The typological relationship is double: from past to future, but also from future to past. If early Christians could find theophanies of Christ throughout the Old Testament, it is because the eternal Word of God was present and active in creation itself Jn ; Col ; Heb and in the life of the people of Israel.

This view, of course, was not universally accepted. Another perspective is provided by Diodore of Tarsus. The antitype or future fulfillment, is already present and active within the type. The movement inherent in typology, then, is not merely unidirectional, from past to future.

It is bi-directional, insofar as there is between type and antitype a relationship of mutual participation. This insight, however, is proper not only to Diodore. The Cappadocians and many others Ephrem of Syria, for example, in his Hymns on Paradise were equally aware of the interrelationship that exists between type and antitype, and of the proleptic presence of the antitype in the type.

The word typos , from the verb typtein , signifies a mark left by a blow. By extension, it can signify a seal, an impression made in wax, a pattern or a model. This, however, does not necessarily imply forward historical movement. Like Diodore, who finds a double meaning in historical events and other types, Young has led us to discover or rediscover the presence of the antitype in the type: the spiritual sense is present in and through the literal sense.

The type retains its value as a reality in its own right; but it is also an icon , an image of a future fulfillment that is already present within it. Between type and antitype, there is reciprocity, mutual indwelling of one in the other, independent of time. The diachronic, historical approach to typology, which finds a temporal separation between type and antitype, needs to give way to another approach based on another perspective.

That perspective — which incorporates a particular world-view more typical of the Fathers than of our contemporaries — easily perceives transcendent reality within the sphere of time and space, within human history. It perceives as well the profound unity that exists between the two Testaments, a unity grounded not only in the forward movement from prophecy to fulfillment, but a unity derived from the actual presence of eternal reality within the events of human history.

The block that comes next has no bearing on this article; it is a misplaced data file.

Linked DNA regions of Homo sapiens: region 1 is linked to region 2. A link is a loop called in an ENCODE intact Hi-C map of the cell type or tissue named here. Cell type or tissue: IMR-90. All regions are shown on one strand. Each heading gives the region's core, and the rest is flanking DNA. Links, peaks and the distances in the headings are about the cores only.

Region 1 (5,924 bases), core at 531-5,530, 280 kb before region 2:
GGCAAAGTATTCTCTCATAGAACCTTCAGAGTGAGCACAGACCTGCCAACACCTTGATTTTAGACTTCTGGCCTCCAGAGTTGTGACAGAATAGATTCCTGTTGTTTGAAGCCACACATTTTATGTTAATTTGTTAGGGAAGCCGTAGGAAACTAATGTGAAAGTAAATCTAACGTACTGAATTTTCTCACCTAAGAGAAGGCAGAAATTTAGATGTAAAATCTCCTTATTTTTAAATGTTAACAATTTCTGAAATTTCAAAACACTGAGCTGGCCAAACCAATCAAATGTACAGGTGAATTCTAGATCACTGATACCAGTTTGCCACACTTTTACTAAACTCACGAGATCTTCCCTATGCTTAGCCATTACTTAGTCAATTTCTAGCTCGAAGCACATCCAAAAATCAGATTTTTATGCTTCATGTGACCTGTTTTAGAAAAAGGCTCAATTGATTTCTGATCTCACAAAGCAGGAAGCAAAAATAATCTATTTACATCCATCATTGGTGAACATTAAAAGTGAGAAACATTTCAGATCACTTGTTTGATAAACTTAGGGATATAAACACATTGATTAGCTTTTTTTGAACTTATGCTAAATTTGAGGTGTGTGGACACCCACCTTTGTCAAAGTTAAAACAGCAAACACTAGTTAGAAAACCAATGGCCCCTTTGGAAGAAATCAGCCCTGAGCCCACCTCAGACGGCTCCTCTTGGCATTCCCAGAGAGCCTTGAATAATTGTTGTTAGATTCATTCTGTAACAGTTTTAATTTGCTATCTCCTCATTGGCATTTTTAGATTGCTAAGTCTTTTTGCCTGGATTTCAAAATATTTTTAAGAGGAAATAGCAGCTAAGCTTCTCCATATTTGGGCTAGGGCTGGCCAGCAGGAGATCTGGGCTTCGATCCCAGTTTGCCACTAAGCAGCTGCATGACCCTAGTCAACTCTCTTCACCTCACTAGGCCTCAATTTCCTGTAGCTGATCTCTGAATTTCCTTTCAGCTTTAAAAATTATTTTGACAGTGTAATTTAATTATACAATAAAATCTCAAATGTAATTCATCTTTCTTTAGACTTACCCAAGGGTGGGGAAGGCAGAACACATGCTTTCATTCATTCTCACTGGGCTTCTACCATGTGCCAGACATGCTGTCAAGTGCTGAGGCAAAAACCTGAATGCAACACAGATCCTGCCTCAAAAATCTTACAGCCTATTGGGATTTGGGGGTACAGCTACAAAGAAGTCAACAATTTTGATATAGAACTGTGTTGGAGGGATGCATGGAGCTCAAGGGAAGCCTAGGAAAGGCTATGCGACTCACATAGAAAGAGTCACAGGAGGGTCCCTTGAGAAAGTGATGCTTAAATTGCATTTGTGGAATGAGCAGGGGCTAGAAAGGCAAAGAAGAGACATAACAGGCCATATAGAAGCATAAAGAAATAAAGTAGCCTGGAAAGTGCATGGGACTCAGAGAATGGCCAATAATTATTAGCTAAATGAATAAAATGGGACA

Modern literary criticism sees in the Bible, as in any significant text, a self-referential quality. Ancient literature, in particular, can be interpreted by cross-referencing, thanks to its quality of intertextuality. This is expressed by the hermeneutic principle of exegetical reciprocity. Because Scripture is understood to be uniformly and integrally inspired by the Holy Spirit 2 Tim ; cf.

This principle, abhorrent to present-day exegetes who tend to stress the differences and incompatibilities between biblical writings and between various layers of tradition within a single writing , was nonetheless fundamental to the perspective of the Church Fathers. Given recent advances in understanding the way texts function, including the insights of narrative and reader-response criticism, it is a principle that would be well worth recovering.

What does this mean with regard to allegory and allegorical method? And is allegorical interpretation in any way compatible with historical criticism and other recently developed hermeneutic approaches?

This implies, furthermore, that we need to reassess the relationship between typology and allegory, and see allegory as a mode of expression that incorporates typology in its quest for the higher, spiritual sense of a biblical passage. The commonplace: allegory investigates words while typology investigates historical events, needs to be discarded. As Young, Louth and others have recently shown, allegory and typology both aim to achieve a theoria of ultimate reality and ultimate meaning.